- Quality of Life & Wellness
Ramon Llull: First Father of the Enneagram Diagram of Personality
Ramon Llull and the First Enneagram
The First Enneagram drawing was created in 1307
In 1307, Llull published his Ars Brevis (Brief System).In this work, an Enneagram-like figure is drawn with nine points clearly presenting nine vices surrounded in a circle. The table below describes Llull’s nine vices and corresponding nine virtues and nine “Divine Dignities” (holy ideals).When translated into English, his nine vices are the common terms used in Enneagram studies for the passions or vices:Anger, Envy, Pride, Lust, Avarice, Gluttony, Sloth, Lying (deceit), and Inconstancy (faithlessness or lack of loyalty).
Translation of Ramon Llull's Terms
Llullian Vices, Virtues and Holy Ideals
These Lullian diagrams with a nine pointed star surrounded by a large circle with a large upright central triangle are associated with Nine fold vices, virtues and holy ideas closely correspond to the language used by Dr. Ichazo and his contemporaries to describe concepts in the Enneagram of Personality.As the science of psychology did not exist in Llull’s time, it would be unreasonable for us to expect Llull to describe personality types.However, Llull does describe vices, virtues and holy ideas in the terms of his day which we now closely associate with personality types.The term “inconstancy” is the only one of his nine terms that a modern reader would not easily recognize as being related to the Enneagram. The term describes a lack of faith or loyalty, which relates well to “The Loyalist” and the traditional Christian teaching that Faith banishes Fear.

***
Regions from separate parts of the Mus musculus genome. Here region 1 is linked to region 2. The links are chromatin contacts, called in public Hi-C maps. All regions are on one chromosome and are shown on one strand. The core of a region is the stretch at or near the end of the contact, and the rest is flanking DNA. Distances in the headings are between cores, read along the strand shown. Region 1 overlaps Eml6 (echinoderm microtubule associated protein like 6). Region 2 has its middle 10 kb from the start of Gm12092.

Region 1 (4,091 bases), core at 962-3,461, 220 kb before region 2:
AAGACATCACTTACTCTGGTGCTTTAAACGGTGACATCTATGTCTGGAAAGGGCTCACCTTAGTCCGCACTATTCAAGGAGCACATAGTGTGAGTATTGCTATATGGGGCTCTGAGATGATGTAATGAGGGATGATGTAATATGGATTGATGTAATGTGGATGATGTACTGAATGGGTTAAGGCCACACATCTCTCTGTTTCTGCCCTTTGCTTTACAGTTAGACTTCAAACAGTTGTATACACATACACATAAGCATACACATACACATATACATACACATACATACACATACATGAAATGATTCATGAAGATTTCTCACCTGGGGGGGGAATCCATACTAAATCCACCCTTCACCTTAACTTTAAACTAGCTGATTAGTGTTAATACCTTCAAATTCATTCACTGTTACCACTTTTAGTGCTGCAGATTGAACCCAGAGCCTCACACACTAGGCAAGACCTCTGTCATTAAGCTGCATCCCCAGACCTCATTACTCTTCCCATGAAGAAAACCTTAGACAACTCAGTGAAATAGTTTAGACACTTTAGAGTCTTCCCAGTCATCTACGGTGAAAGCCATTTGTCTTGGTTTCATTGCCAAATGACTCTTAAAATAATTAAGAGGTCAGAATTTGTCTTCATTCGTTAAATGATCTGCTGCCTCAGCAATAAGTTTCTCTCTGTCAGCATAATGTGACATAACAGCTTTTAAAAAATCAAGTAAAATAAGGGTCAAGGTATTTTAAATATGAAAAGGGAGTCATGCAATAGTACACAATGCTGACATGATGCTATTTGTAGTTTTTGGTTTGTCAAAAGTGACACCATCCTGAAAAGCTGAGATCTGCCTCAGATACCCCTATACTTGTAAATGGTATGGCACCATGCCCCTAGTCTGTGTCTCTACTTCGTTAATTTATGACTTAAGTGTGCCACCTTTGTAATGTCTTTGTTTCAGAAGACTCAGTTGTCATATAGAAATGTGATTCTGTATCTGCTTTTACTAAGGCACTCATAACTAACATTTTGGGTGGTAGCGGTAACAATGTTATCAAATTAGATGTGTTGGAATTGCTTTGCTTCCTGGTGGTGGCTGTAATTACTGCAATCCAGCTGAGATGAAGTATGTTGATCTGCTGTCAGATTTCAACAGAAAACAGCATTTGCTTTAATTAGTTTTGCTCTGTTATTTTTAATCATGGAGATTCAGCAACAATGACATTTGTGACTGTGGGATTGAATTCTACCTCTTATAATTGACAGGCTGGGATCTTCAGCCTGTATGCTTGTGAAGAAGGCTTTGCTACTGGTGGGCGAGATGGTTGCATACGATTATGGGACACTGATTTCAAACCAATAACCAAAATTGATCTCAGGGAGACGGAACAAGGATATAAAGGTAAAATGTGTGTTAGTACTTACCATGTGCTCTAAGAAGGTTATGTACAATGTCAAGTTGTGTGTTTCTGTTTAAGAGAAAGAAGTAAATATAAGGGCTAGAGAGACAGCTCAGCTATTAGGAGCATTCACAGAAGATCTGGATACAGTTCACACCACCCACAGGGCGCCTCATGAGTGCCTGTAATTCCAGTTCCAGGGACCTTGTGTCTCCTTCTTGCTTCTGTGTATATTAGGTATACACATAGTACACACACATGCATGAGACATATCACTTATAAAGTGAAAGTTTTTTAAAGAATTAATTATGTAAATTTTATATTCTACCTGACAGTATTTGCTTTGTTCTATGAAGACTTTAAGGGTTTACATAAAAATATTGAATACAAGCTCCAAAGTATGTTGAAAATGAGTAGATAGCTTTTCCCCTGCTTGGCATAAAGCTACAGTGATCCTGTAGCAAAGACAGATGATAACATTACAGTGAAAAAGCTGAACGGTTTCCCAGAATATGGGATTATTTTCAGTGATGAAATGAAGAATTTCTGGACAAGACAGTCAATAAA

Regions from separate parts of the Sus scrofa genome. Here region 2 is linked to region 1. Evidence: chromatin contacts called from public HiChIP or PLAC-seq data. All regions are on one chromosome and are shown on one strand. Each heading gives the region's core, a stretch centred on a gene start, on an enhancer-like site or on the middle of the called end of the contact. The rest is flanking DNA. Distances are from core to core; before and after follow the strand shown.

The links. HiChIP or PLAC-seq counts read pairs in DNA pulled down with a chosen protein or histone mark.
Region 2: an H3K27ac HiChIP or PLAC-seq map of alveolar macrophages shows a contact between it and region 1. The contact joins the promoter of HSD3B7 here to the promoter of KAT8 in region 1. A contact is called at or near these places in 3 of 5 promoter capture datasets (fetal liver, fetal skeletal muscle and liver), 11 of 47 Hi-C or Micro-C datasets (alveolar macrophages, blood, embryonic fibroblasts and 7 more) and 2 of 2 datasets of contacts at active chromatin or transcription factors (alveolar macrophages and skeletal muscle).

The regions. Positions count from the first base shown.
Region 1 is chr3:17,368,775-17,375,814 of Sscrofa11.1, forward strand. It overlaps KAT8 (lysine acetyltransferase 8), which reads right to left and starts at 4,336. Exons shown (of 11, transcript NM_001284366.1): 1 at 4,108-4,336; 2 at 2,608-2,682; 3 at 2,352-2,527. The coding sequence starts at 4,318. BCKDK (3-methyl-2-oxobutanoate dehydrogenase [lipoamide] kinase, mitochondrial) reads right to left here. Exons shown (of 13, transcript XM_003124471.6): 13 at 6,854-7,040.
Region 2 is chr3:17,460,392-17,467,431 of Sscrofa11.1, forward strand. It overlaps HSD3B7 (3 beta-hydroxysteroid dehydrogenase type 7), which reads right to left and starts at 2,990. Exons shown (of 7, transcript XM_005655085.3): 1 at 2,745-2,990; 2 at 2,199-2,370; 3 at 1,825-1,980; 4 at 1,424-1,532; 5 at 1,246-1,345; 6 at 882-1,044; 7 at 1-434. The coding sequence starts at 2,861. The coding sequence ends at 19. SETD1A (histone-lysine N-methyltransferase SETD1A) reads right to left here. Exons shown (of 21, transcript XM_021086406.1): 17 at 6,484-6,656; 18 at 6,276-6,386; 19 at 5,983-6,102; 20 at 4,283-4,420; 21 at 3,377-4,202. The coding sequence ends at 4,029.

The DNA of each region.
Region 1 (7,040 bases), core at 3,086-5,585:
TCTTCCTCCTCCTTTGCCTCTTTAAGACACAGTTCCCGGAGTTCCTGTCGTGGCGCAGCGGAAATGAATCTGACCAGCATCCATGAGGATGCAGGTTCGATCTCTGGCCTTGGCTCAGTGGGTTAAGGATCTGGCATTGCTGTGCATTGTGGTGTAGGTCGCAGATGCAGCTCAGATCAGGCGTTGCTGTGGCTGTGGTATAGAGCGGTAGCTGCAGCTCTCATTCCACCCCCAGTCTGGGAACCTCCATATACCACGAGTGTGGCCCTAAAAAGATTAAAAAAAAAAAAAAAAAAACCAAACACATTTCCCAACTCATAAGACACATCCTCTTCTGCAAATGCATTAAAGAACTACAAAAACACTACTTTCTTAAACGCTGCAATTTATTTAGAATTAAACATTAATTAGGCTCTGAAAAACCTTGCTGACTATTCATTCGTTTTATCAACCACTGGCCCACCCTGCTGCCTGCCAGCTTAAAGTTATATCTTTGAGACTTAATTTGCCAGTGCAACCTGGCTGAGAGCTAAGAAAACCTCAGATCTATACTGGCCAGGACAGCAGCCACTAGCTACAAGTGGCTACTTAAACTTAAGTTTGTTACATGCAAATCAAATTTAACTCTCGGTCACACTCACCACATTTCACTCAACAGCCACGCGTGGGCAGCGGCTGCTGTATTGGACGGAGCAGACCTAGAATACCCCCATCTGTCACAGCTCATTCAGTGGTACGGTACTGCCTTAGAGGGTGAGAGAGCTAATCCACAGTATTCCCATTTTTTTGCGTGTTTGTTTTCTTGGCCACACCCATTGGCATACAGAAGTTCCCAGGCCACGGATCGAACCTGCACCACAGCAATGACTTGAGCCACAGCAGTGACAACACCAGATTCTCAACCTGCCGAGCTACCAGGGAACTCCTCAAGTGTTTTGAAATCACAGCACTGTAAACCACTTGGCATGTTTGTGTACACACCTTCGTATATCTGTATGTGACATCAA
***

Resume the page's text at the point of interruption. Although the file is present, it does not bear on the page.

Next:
Llullian Enneagram Figure B
More About Ramon Llull & the Origins of the Enneagram
- Setting the Record Straight - Enneagram Monthly
- Who is Ramon Llull?
A thorough and detailed account of Ramon Llull life, art, philosophy and work. It has a very good selection of his images and drawings.
- Llullian Enneagram
Published by Gurdjieff enthusiasts, this fourth way Llullian Enneagram dates back 1304
- Ramon Llull - Wikipedia, the free encyclopedia